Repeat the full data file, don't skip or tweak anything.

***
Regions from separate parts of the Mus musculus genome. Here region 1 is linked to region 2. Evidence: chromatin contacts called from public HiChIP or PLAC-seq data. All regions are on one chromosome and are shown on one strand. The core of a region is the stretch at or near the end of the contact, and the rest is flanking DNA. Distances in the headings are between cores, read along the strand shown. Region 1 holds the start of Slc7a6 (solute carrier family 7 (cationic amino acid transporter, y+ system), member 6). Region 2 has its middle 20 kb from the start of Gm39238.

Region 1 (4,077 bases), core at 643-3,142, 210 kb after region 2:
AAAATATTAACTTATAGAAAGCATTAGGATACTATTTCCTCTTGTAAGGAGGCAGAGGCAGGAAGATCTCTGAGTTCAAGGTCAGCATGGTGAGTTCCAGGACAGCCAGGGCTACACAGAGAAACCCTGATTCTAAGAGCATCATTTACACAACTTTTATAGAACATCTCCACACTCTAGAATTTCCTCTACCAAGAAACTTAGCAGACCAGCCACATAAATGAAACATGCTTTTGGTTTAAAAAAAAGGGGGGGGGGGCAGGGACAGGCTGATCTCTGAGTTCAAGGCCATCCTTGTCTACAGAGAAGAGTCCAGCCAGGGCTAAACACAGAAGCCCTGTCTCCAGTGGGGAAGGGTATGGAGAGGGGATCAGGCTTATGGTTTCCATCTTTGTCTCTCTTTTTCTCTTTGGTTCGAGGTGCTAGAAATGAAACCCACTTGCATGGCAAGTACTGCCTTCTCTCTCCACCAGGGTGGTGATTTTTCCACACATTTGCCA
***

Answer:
Regions from separate parts of the Mus musculus genome. Here region 1 is linked to region 2. Evidence: chromatin contacts called from public HiChIP or PLAC-seq data. All regions are on one chromosome and are shown on one strand. The core of a region is the stretch at or near the end of the contact, and the rest is flanking DNA. Distances in the headings are between cores, read along the strand shown. Region 1 holds the start of Slc7a6 (solute carrier family 7 (cationic amino acid transporter, y+ system), member 6). Region 2 has its middle 20 kb from the start of Gm39238.

Region 1 (4,077 bases), core at 643-3,142, 210 kb after region 2:
AAAATATTAACTTATAGAAAGCATTAGGATACTATTTCCTCTTGTAAGGAGGCAGAGGCAGGAAGATCTCTGAGTTCAAGGTCAGCATGGTGAGTTCCAGGACAGCCAGGGCTACACAGAGAAACCCTGATTCTAAGAGCATCATTTACACAACTTTTATAGAACATCTCCACACTCTAGAATTTCCTCTACCAAGAAACTTAGCAGACCAGCCACATAAATGAAACATGCTTTTGGTTTAAAAAAAAGGGGGGGGGGGCAGGGACAGGCTGATCTCTGAGTTCAAGGCCATCCTTGTCTACAGAGAAGAGTCCAGCCAGGGCTAAACACAGAAGCCCTGTCTCCAGTGGGGAAGGGTATGGAGAGGGGATCAGGCTTATGGTTTCCATCTTTGTCTCTCTTTTTCTCTTTGGTTCGAGGTGCTAGAAATGAAACCCACTTGCATGGCAAGTACTGCCTTCTCTCTCCACCAGGGTGGTGATTTTTCCACACATTTGCCA